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  Chapter 14 from
The Rosh Yeshivah Remembers

By Rabbi Asher Bergman 


Other Available Chapters
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Rav Reuven Levin of Denenburg, Author of Rosh LaReuveni

  • For the Sake of the Torah

Rav Shach related that when the Malbim began work on his monumental commentary on Torah and Tanach, Rav Reuven Denenburger and Rav Lipa Mirrer (the Malbushei Yom Tov)1 went to speak to him, to try to prevail upon him to relinquish (or postpone) the project, on the grounds that because of his extraordinary intellect and genius his time would be better spent finishing his Artzos HaChaim, a commentary on Shulchan Aruch.

The Malbim rejected this idea, however. He told his visitors that he saw a great need for this kind of commentary on Tanach, for it would help to counteract the widespread and ever growing allure that the Haskalah was exerting upon large sectors of the community. “If you yourselves will undertake to write this commentary instead of me,” the Malbim offered sarcastically, “then I would be freed to continue work on my Artzos HaChaim!”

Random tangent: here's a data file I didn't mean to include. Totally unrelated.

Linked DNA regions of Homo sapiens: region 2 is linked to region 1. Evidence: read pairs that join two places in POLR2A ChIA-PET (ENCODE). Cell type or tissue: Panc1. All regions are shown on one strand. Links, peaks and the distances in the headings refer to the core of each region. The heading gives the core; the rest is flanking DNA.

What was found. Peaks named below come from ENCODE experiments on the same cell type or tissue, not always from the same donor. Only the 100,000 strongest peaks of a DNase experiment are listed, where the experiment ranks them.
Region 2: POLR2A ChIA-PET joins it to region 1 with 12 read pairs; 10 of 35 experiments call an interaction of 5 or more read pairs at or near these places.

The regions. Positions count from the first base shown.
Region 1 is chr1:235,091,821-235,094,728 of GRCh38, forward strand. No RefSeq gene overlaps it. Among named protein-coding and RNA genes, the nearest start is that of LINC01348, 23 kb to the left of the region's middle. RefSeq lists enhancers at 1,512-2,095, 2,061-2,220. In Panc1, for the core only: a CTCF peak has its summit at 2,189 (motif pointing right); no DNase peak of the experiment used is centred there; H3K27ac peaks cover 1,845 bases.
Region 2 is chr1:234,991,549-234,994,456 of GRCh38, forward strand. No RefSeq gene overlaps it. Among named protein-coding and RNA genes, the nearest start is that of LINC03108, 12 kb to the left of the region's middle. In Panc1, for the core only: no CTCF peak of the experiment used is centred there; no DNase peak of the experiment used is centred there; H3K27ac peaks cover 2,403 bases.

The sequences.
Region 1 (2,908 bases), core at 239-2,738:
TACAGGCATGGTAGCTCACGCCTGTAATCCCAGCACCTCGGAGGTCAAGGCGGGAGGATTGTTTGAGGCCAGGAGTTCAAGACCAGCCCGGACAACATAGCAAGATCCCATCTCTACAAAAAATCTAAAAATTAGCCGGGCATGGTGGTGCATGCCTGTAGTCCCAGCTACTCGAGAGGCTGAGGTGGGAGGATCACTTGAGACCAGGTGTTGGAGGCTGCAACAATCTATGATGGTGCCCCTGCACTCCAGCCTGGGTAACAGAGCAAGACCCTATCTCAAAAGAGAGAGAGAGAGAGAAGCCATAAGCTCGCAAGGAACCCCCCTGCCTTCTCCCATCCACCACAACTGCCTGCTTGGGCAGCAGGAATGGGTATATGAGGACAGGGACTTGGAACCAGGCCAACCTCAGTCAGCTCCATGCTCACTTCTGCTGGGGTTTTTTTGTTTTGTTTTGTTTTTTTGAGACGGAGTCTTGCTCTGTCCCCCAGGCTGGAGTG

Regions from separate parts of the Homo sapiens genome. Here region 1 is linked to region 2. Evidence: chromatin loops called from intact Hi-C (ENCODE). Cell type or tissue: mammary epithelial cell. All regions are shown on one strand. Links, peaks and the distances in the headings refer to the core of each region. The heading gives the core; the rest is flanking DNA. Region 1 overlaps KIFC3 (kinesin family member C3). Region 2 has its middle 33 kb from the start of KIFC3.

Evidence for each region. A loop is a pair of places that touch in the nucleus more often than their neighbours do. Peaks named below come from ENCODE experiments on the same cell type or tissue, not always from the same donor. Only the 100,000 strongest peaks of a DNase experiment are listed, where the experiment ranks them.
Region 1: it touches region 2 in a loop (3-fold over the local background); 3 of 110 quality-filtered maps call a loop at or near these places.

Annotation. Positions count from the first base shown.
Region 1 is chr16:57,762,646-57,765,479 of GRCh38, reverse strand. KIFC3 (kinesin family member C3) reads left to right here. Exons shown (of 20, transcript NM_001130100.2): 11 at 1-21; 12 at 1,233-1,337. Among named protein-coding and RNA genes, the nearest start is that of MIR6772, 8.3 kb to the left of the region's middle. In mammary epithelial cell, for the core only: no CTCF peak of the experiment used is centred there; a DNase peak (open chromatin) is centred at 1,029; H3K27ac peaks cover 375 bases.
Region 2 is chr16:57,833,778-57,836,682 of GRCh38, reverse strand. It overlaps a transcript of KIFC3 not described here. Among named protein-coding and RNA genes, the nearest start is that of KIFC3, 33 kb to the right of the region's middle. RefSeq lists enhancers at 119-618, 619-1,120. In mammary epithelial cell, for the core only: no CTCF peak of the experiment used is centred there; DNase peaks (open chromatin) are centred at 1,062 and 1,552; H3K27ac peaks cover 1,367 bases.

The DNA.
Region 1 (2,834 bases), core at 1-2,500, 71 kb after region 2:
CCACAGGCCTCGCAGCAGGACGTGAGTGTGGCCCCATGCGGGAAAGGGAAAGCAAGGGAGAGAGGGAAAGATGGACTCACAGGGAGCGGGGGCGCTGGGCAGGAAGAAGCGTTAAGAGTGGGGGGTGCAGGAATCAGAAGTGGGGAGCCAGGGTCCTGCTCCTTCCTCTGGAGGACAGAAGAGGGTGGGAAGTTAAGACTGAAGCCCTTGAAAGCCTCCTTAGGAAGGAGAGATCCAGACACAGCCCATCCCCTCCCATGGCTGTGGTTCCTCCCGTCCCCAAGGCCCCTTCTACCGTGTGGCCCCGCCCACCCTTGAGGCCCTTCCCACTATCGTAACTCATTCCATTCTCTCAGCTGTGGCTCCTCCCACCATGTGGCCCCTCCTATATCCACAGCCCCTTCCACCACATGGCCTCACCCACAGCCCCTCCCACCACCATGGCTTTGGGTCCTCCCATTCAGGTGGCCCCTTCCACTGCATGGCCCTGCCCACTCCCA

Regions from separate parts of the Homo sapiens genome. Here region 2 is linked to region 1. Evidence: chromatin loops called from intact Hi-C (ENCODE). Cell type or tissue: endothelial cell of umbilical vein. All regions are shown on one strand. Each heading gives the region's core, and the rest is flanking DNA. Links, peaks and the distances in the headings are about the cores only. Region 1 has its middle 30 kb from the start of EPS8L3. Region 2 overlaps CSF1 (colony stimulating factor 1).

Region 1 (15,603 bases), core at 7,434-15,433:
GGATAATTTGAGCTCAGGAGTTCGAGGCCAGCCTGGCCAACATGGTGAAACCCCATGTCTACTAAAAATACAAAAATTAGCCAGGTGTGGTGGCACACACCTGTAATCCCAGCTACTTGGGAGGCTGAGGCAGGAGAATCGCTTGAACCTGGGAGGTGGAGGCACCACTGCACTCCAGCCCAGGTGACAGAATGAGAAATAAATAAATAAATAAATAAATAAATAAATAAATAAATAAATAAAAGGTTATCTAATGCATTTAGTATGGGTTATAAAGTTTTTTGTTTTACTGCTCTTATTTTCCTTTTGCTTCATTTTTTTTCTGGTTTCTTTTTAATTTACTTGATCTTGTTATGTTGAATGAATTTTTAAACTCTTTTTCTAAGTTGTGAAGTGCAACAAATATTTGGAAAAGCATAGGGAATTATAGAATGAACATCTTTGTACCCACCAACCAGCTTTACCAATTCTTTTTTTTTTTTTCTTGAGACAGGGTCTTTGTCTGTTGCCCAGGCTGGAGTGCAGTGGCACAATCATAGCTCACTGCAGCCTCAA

My father recounts that he once heard from Rav Zelig Reuven Bengis, the chief rabbi of the Eidah Charedis in Jerusalem and author of Liflagos Reuven, that when he studied in the Volozhin yeshivah he heard a remark from Rav Chaim Soloveitchik to the effect that one particular interpretation of a verse in Tehillim by Malbim was so extraordinary that it could not have been said without Divine inspiration (ruach hakodesh).

The verse which drew this comment from Rav Chaim was in Tehillim 75:3-4: “Ki ekach mo'ed Ani meisharim eshpot. Nimogim eretz vechol yoshveha Anochi tikanti amude'ha selah.” This verse is usually translated along these lines: When I shall seize the appointed time (Ki ekach mo'eid), I shall judge with fairness. The earth and all its inhabitants are melted, I have firmly established its pillars. It is unclear who the speaker in these verses is supposed to be, and the commentators offer different ideas. Malbim explains that Fairness itself is portrayed as uttering these words. He also explains the word sgun to mean “to slip” or “fall” (as in Tehillim 26:1), instead of “appointed time.” Based on these assumptions, he translates the verse as follows: “When I take a fall, I, Fairness, will judge (decide) that the earth and all its inhabitants should melt away, for I (Fairness) have firmly established [the earth’s] pillars.” In other words, the earth and civilization are built upon the foundation of fairness, without which they can no longer continue to exist. When Fairness falters, the very existence of the world is threatened.

This is the interpretation that prompted Rav Chaim to marvel at the exceptional insight with which Malbim was blessed.


1. The Rosh Yeshivah speaks very highly of Rav Lipa Mirrer, who was the rebbi of Rav Isser Zalman (Rav Shach’s uncle). He quotes his chiddushim often in Avi Ezri
 
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